- Build a new kernel, e.g. using build.sh. It will tell you where the ELF version of the kernel is, e.g.
Kernels built from RPI2:
- Besides the "netbsd" kernel in ELF format, there is also a "netbsd.bin" kernel that is in a format that the Raspberry can boot.
- Depending on your hardware version, copy this either to /boot/kernel.img (First generation Pi, Pi Zero hardware) or to /boot/kernel7.img (Pi 2, Pi 3 hardware)
# Wireless Networking
Note that the built-in WiFi in the RPI3 is not yet supported.
- A Realtek 802.11n USB adaptor configures as urtwn(4).
- Configure with wpa_supplicant in /etc/rc.conf -
wpa_supplicant_flags="-B -i urtwn0 -c /etc/wpa_supplicant.conf"
- A sample wpa_supplicant.conf can be found at /usr/share/examples/wpa_supplicant/wpa_supplicant.conf
## Video playback
Accelerated video playback is supported in NetBSD 7 with the [OMXPlayer](http://pkgsrc.se/multimedia/omxplayer) application and through GStreamer with the [omx](http://pkgsrc.se/multimedia/gst-plugins1-omx) plugin.
## OpenGL ES
Accelerated OpenGL ES is supported in NetBSD 7. The GL ES client libraries are included with the [misc/raspberrypi-userland](http://pkgsrc.se/misc/raspberrypi-userland) package.
## Quake 3
A Raspberry Pi optimized build of *ioquake3* is available in the [games/ioquake3-raspberrypi](http://pkgsrc.se/games/ioquake3-raspberrypi) package. To use it, the following additional resources are required:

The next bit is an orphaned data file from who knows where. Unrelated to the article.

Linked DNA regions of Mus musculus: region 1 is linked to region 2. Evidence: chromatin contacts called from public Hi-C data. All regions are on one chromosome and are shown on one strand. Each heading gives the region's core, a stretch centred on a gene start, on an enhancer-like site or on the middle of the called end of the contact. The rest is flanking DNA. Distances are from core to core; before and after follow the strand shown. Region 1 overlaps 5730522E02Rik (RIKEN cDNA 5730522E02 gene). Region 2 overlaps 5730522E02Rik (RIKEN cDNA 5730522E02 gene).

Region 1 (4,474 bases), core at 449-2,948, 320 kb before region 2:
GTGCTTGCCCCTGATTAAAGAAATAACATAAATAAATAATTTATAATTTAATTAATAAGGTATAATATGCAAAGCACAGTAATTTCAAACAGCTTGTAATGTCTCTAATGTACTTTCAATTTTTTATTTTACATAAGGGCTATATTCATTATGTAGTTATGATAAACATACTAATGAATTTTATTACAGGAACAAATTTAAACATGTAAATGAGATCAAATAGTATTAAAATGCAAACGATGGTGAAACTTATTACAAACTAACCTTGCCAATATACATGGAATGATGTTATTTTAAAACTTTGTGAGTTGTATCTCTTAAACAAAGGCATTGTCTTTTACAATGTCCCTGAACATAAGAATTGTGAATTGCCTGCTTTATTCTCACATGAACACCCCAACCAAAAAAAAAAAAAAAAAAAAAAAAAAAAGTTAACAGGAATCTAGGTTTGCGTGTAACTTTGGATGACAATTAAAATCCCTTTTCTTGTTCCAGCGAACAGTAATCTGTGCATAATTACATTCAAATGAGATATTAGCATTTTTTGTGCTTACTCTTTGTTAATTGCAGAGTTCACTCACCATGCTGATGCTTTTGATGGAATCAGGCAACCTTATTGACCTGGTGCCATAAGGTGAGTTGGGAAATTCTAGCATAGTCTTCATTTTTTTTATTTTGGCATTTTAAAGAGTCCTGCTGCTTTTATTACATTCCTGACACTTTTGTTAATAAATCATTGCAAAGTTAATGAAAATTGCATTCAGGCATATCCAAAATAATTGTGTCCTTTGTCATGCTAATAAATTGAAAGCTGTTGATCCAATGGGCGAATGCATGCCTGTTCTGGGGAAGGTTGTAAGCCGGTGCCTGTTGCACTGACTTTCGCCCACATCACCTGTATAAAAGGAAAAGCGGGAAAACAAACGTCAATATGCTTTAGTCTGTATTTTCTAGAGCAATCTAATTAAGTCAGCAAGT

- pak0.pk3 from Quake 3 CD
- additional pak files from the [games/ioquake3-pk3](http://pkgsrc.se/games/ioquake3-pk3) package
- read/write permissions on /dev/vchiq and /dev/wsmouse
Place the pak0.pk3 file in the /usr/pkg/lib/ioquake3/baseq3 directory.
## RetroArch / Libretro
Using [emulators/retroarch](http://pkgsrc.se/emulators/retroarch) it is possible to run many emulators at full speed the Raspberry Pi. Emulator cores for various gaming consoles are available in the [emulators/libretro-*](http://pkgsrc.se/search.php?so=libretro-) packages. To begin using retroarch:
- Install [emulators/retroarch](http://pkgsrc.se/emulators/retroarch)
- Install the libretro core for the system you would like to emulate (lets take [emulators/libretro-gambatte](http://pkgsrc.se/emulators/libretro-gambatte), a GameBoy Color emulator, as an example).
- Plug in a USB HID compatible Gamepad, such as the Logitech F710 in "DirectInput" mode (set "D/X" switch to "D").
- Create a config file for your gamepad using *retroarch-joyconfig*.
[[!template id=programlisting text="""
$ retroarch-joyconfig -o gamepad.cfg
- Launch the emulator from the command-line (no X required):
[[!template id=programlisting text="""
$ retroarch --appendconfig gamepad.cfg -L /usr/pkg/lib/libretro/gambatte_libretro.so game.gbc
# Developer notes
These notes are for people working on improvements to RPI support in NetBSD.
## Updating the firmware
You probably don't want to do this. Firmware updates can break things,
and the latest firmware that's been tested is already included in the
NetBSD build you installed.
If you're feeling adventurous (or are the port maintainer), here's what
to test whenever you try new firmware:
- OMXPlayer (and [[!template id=man name="vchiq"]])
- Serial/framebuffer console
- CPU frequency scaling
That goes for all of `rpi`.
Upstream firmware releases are
Copy all files except `kernel*.img` into `/boot` and reboot.
CVSweb for NetBSD wikisrc <wikimaster@NetBSD.org> software: FreeBSD-CVSweb